SPD is a problem that can occur in pregnancy, in which the joint at the front of the pelvis becomes unstable and painful. It is the combined effect of hormones that relax the pelvic joints, and the mechanical demand on the joints themselves. Unmanaged SPD can lead to the need for crutches and impact suitable birthing positions. Fortunately, most cases fully resolve spontaneously after birth.
The Anatomy of SPD
The SPD is a problem with the pelvis. The pelvis has 3 joints: two at the back (the SIJs), and one at the front (pubic symphysis). These three joints all affect each other, as the pelvis acts like a ring. Problems with the SIJ may be the first sign that SPD will develop, as additional strain is put on the pubic symphysis.
The pubic symphysis itself is a thick cartilage joint. It is much more mobile than the SIJs, but the cartilage itself can be dislodged by excessive movement.
Symptoms and Diagnosis
Pain is the main symptom of SPD, both focused over the pubic symphysis itself, but also radiating into the abdomen, perineum, back or thighs. It is often worse with movement, especially turning in bed, getting in and out of a car, or sitting to standing. The symphysis itself is usually tender, and there may be a larger gap between the bones than usual. Your osteopath may be able to feel this if you are comfortable to do so, or symptoms and other examinations may be enough to reach a diagnosis.
SPD is more likely in women who perform very physical work in pregnancy, and adversely those who do not exercise. A study suggested that other possible factors include:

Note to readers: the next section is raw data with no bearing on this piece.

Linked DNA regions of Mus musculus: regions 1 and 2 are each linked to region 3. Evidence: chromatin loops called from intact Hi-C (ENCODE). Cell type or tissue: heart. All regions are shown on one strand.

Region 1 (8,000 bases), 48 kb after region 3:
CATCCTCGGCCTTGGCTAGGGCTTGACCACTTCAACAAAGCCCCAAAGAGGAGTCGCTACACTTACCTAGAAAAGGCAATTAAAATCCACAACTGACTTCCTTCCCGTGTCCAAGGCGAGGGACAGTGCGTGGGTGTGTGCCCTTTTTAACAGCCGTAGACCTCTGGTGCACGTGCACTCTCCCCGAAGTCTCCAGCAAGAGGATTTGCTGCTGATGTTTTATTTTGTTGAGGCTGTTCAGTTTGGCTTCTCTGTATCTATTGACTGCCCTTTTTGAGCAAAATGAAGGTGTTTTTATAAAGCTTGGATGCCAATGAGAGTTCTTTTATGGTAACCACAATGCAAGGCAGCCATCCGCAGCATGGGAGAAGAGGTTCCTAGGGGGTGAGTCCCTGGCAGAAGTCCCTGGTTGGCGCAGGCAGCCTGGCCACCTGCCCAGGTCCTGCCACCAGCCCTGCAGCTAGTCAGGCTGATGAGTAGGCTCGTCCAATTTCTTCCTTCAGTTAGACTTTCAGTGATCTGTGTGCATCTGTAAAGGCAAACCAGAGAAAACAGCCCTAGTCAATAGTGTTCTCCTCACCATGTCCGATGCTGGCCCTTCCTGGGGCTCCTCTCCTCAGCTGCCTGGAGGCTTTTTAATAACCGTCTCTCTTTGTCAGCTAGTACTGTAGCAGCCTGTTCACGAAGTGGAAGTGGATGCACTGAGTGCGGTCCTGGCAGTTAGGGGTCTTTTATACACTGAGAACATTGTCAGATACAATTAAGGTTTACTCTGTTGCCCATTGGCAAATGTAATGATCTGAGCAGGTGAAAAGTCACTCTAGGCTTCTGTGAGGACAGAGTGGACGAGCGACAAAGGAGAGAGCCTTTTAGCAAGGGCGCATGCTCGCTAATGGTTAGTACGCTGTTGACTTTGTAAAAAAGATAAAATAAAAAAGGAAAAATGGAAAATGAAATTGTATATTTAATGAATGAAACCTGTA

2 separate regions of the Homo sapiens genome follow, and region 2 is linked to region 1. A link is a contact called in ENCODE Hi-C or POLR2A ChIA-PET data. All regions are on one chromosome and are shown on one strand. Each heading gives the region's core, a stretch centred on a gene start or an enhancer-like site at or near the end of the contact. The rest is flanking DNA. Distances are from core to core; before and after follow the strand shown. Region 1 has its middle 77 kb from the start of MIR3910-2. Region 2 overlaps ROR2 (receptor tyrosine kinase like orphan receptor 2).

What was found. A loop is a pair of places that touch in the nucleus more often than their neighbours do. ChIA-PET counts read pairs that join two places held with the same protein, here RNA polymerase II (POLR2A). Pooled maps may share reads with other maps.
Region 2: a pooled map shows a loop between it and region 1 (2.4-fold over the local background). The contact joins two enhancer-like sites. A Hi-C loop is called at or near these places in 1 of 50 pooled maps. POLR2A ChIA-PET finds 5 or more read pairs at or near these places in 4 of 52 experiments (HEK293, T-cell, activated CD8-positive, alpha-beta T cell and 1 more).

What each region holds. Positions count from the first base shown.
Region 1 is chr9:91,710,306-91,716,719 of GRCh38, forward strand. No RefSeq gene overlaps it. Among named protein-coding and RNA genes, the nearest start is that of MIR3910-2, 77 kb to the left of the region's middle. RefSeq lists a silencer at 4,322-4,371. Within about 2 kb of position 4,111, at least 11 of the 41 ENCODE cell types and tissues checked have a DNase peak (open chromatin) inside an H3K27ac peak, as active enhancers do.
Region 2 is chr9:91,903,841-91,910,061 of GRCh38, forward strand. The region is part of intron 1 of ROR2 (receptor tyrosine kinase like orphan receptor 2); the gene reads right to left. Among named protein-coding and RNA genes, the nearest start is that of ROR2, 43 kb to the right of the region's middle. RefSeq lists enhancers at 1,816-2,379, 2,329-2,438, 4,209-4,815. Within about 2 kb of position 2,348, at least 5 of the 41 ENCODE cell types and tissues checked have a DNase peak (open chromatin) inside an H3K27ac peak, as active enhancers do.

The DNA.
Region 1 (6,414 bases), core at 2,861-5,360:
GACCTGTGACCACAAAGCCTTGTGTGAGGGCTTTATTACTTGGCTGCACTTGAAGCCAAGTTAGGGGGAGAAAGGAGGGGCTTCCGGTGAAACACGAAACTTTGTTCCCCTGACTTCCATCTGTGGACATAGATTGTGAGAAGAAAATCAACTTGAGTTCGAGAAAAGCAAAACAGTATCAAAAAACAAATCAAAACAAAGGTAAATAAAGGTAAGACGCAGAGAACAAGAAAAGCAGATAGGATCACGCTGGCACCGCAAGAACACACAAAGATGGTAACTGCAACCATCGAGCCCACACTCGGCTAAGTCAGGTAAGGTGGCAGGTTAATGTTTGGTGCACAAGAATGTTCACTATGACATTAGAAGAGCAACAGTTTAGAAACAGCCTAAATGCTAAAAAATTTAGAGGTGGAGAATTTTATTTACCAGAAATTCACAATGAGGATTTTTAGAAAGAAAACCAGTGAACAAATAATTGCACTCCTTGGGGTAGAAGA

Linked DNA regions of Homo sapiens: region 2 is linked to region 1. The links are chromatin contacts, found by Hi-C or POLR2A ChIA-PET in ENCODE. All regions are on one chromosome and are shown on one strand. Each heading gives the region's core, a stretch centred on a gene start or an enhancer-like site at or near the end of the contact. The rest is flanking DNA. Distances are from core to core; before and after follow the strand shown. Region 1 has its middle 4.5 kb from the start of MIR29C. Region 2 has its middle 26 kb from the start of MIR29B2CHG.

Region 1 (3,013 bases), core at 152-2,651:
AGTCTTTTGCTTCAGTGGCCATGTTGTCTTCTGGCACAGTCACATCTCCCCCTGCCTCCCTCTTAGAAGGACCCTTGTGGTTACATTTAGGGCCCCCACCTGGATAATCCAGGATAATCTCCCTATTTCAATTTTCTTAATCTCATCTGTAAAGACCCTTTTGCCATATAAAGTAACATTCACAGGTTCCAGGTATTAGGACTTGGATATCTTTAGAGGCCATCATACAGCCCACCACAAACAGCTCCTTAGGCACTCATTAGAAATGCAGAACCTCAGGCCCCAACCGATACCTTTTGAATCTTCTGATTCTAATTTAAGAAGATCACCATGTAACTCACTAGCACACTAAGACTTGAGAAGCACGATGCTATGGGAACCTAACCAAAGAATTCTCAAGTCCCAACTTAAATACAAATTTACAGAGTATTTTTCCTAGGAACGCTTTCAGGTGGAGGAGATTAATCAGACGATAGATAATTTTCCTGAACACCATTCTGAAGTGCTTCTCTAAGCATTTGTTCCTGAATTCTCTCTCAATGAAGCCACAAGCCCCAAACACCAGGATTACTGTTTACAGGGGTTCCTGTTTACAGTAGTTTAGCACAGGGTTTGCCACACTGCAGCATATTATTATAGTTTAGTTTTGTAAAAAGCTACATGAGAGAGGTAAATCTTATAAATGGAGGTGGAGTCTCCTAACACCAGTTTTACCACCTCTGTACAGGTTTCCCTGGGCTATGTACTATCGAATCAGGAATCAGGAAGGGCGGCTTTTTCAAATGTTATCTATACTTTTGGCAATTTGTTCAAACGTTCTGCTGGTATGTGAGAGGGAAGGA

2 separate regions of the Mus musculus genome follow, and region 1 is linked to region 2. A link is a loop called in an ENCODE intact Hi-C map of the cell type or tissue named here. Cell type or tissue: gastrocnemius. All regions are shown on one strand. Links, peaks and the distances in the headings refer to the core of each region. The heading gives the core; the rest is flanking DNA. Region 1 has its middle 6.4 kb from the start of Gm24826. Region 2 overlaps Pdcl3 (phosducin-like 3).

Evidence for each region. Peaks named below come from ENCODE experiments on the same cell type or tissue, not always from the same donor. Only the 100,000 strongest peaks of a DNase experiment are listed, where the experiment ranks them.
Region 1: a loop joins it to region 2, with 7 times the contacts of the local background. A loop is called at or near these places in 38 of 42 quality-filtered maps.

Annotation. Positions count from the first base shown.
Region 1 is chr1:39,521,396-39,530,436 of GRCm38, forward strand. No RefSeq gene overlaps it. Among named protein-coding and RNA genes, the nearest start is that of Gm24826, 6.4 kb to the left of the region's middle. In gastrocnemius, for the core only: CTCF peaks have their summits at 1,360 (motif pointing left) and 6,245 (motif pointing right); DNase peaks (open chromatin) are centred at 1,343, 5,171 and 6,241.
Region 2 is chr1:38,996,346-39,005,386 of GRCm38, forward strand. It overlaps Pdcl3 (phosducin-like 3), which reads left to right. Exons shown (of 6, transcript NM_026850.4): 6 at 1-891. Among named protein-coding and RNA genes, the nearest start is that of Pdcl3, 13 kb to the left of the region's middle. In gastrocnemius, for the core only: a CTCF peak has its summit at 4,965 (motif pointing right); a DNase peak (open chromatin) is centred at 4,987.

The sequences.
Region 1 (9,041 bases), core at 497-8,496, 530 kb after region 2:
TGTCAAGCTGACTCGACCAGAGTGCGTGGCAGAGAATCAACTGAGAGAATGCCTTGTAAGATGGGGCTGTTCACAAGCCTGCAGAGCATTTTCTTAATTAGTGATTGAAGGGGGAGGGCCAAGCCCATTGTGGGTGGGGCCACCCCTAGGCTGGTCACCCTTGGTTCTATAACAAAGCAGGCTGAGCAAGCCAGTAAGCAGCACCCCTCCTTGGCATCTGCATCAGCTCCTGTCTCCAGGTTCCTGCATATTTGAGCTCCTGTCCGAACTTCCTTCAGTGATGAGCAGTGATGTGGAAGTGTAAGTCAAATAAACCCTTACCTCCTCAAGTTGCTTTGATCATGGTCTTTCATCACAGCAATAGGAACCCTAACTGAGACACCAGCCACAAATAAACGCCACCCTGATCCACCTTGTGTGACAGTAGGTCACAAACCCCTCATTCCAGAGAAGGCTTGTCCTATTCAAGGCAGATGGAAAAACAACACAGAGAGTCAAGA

carrying twins or triplets
having had one or more baby before
previous difficult births
SPD vs PGP
The less severe cousin of SPD is PGP: pelvic girdle pain. This is a term that simply refers to pain anywhere in the pubic symphysis or SIJs. It is important to note that it does not include pelvic organ pain, for which your midwife is your first port of call. Most women develop back pain in pregnancy, which may or may not involve the pelvic joints. Your osteopath can help with ensuring other joints are working well to take some of the load off the lower back.
Ideally, your osteopath wants to see you with time before the birth to make the change. The shorter the time that you’ve had your symptoms, the better your potential outcome. If you feel yourself getting to the point where you need crutches, do book in with someone who can try to treat some of the factors involved.
Of course we are working against biology to manage SPD, so there is only so much we can do in terms of getting to the bottom of the problem. Some of the buttock muscles often become less efficient, making walking harder and asking more of the pelvis. Work to correct this is a good starting point, and can be consolidated with exercises. Depending on your case, strengthening the muscles that act on the pelvis may be an important strategy too. We can also advise you on changes to lifestyle- if you have to do physical work then there may still be changes that can be made to ease the pressure on the pelvis.